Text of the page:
Here are a few pointers for recruiters:
- Sell the company and the work. Tell the prospective employee why the company and the position will enhance their career and professional well-being. Is the company doing interesting, cutting edge work? Are there interesting people working there? How will the position benefit the recruit? Don't make the mistake of the just listing the company's technical demands. If you've done your homework, you already know the prospect is an approximate fit.
- Unless there's a private jet involved, don't sell the benefits. They're all the same. Who cares whether they have a foosball table?
- Stop asking for the prospect to send you an updated Word resume (pre-Internet technology) if the user has a LinkedIn account. This is not 1950. Just ask whether the LinkedIn information is current. Web links work. Mine looks like this: http://www.linkedin.com/in/toddshoenfelt/.
- Tell the prospective employee where the job is right up front. By this, I mean the city. "The San Francisco Bay Area" is not a city. You're not going to trick anybody into a 2 hour commute, so weed those people out early by being forthcoming with the location. Somebody who lives in Silicon Valley is not going to commute to San Francisco every day no matter how great the fit, certainly not for long.
- If the job requires the prospect to move, have a plan, and tell the prospect what it is initially. If there is no relocation assistance (and there never is), say so. You're not going to fool anybody into moving to another state on their own dime. You're not that clever. You should probably entirely stop recruiting people in remote geographic regions anyway. It's a long shot at best.
- Respect the prospect's preferred method of contact. For instance, I prefer LinkedIn email. I don't answer the phone unless the number is in my contact list, nor do I answer emails to my personal address. My LinkedIn profile says so.
- Don't ask for referrals if we've never successfully worked together. I don't give personal recommendations for people unless I'm familiar with their work. I wouldn't recommend a house painter if I've never seen a house they painted.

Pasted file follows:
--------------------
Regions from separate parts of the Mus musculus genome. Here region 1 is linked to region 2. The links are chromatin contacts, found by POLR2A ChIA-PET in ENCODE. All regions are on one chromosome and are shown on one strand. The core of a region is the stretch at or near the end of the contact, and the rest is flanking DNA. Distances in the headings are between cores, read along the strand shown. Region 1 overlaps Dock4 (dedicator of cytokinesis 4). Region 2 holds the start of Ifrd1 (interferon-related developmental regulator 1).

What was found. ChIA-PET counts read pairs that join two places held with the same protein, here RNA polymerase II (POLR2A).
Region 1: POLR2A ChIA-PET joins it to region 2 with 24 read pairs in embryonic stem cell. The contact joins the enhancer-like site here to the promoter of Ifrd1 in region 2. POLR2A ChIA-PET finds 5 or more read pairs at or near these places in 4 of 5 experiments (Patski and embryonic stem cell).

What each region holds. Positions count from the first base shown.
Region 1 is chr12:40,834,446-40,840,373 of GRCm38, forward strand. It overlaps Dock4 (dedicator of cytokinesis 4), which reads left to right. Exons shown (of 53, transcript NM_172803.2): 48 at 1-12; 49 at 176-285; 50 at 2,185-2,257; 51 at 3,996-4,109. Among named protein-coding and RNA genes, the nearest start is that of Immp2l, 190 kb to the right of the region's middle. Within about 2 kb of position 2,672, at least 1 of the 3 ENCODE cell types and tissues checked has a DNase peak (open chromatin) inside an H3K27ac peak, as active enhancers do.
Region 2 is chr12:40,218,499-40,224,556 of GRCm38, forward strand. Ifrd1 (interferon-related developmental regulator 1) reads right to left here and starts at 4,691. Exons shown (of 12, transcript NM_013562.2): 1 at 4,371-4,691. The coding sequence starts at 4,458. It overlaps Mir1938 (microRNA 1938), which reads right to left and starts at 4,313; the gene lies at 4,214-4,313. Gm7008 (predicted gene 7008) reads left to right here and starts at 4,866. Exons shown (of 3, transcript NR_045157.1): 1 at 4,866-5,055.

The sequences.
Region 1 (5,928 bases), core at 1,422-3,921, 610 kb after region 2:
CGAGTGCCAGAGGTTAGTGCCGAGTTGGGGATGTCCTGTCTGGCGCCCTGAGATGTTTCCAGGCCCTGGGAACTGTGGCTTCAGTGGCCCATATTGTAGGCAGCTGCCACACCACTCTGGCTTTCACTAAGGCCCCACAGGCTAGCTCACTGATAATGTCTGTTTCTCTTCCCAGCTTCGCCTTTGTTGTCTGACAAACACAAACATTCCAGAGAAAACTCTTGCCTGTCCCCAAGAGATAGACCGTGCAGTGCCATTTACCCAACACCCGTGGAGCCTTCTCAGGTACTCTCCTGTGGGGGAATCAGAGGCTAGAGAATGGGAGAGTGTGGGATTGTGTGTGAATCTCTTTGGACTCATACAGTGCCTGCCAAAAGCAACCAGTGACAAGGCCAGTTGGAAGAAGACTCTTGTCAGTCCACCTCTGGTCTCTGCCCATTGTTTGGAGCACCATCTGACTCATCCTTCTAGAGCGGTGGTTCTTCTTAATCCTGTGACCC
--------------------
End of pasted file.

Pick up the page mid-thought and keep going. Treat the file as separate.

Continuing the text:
- Do your homework. Know who you're talking to. If you're recruiting for a technical position, learn about the technologies. Generally, companies and employes want a good technical fit.
- If you are an internal recruiter for a big company, promote the candidate aggressively. And I mean you should have interviews lined-up within 24-hours. Your external competition will have delivered 3 offers in the time it takes you to circulate a resume among the "hiring managers" and wait for their email replies. (This advise is targeted at the web search company whose name rhymes with, "Wahoo!", who ironically really don't get how fast things move in the Internet age)
- Recognize that an employment relationship is like any other business relationship. Businesses can choose whom to employ. The employee can choose for whom to work. Experienced people have options and they are interviewing you and your company too.
- Respect the prospect's preffered job type. For instance, I'm not currently interested in contract work. My LinkedIn profile says so. Why send me an email for a contract gig?
- Realize that being accepted into somebody's professional network is a privelege, one that can be leveraged to your advantage or revoked. A reputation for slipshod work will get you shut out. And once you're out, you're probably not going to get back in.
- Be humble. Even if you're recruiting for Apple or Google, don't fool yourself into believing that big names will sell themselves. There are plenty of reasons not to work for big companies. Good employees have to be earned, just like good jobs.
- Don't be overly aggressive with the prospect. Very few people are tolerant of pushy salespeople. Being too aggressive may get you shunned permanently.
- Always, always, always asked to be added to the prospective employee's LinkedIn network, whether you close the deal or not.